FERC has ordered Nexus to “investigate” whether a route can be provided which will not go through the more densely populated areas such as Green, Ohio. However, the notion that it is to be “investigated” does not give solace if Nexus simply determines that the present route is the only appropriate route balancing the expenses and potential risks. One must wait to determine whether FERC will really move in a fashion that protects the individual property owners, something that certainly has not occurred to date.
The company has been looking at a possible southern alternative route of its own, although no details have been released.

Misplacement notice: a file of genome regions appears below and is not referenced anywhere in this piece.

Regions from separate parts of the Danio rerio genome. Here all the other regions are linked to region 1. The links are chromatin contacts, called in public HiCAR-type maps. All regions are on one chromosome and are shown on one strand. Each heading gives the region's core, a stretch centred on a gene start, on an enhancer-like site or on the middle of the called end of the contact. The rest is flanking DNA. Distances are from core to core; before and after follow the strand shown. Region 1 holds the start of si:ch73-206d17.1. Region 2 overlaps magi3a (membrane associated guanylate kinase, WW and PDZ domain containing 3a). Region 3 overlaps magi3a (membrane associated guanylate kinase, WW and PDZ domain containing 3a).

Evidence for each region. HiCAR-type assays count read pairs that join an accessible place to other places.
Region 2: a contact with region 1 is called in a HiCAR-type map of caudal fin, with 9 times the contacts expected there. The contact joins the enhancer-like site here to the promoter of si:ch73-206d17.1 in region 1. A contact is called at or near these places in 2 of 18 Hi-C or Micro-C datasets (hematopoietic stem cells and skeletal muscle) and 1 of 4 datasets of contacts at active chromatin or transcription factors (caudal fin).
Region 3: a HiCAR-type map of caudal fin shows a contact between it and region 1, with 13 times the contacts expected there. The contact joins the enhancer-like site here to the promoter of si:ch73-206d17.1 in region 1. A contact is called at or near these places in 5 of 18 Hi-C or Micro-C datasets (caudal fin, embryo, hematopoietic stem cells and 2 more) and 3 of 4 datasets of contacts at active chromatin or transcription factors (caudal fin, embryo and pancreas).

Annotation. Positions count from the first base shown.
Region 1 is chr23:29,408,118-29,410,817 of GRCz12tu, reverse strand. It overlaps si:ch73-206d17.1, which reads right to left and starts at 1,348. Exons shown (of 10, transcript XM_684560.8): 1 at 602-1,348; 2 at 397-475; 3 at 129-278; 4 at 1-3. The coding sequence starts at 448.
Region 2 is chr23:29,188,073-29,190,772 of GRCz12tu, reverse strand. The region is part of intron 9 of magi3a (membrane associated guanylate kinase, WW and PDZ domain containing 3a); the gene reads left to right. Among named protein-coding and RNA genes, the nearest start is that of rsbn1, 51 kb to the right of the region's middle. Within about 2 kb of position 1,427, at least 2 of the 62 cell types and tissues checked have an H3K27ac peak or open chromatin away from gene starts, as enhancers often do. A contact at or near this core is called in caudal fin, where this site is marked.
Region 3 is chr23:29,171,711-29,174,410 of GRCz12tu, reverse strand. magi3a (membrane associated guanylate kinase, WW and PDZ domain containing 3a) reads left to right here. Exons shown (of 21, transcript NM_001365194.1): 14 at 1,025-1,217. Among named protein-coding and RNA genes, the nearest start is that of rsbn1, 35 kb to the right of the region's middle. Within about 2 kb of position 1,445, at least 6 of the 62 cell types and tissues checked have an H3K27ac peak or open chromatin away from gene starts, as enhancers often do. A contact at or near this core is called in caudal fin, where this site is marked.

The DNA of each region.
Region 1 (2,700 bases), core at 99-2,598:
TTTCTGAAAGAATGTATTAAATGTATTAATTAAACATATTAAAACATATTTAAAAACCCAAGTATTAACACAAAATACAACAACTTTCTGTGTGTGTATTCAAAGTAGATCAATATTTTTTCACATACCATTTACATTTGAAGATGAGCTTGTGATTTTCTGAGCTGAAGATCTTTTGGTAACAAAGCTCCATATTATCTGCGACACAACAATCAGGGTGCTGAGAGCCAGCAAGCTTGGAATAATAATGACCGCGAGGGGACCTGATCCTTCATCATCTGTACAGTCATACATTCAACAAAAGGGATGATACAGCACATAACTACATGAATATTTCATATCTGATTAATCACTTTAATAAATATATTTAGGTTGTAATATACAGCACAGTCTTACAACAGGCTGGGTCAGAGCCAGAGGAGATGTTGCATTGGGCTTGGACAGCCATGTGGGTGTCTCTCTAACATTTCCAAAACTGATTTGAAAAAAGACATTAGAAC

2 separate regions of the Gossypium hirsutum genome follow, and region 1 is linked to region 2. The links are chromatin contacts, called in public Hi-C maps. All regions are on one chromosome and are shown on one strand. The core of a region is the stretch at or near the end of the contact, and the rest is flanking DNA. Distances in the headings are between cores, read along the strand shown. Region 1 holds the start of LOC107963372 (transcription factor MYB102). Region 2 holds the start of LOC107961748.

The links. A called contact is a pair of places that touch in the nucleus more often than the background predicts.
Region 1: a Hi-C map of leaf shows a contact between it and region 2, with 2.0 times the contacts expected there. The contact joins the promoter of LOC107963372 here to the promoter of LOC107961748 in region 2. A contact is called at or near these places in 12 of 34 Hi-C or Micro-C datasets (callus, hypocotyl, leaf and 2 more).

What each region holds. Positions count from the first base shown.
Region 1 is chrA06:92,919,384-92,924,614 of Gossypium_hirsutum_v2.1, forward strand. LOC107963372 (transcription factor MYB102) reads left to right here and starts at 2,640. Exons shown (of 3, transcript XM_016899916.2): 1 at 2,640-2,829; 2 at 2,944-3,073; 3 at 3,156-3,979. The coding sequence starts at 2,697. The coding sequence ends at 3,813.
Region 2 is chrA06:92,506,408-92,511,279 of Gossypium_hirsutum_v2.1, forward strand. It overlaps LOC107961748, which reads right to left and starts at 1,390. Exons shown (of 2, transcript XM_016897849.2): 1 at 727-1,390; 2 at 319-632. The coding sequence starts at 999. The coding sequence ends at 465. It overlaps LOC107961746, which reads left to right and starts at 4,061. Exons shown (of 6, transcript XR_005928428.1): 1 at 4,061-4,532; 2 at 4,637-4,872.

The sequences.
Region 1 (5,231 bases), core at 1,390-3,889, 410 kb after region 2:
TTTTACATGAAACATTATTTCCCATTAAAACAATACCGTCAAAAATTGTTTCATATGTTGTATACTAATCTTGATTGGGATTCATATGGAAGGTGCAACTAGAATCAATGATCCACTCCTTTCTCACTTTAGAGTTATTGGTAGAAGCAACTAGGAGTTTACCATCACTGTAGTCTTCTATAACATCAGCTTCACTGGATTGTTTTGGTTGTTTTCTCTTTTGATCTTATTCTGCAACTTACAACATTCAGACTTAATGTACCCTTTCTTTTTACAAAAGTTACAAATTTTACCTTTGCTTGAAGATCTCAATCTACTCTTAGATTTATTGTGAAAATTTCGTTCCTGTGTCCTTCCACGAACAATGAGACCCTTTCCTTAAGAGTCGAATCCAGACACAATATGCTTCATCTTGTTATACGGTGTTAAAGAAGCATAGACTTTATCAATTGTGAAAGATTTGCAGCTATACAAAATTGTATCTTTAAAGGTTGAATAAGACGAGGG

The Federal Energy Regulatory Commission, which approves such pipeline projects, filed its directive to the company in a memo Tuesday — a day after Green pitched the alternative route in a 38-page filing with the agency.
When FERC will make its decision about what route it will approve has not been determined.
The Nexus pipeline — intended to move natural gas from the Utica Shale region to market — is generating a “large volume of public comments,” FERC said in its memo.
Green officials called the current 93.4-mile pipeline route through the Akron-Canton area “hastily drawn and ill-conceived with no respect to the human and environmental concerns.” Norton and Planning Director Wayne Wiethe signed the city’s filing.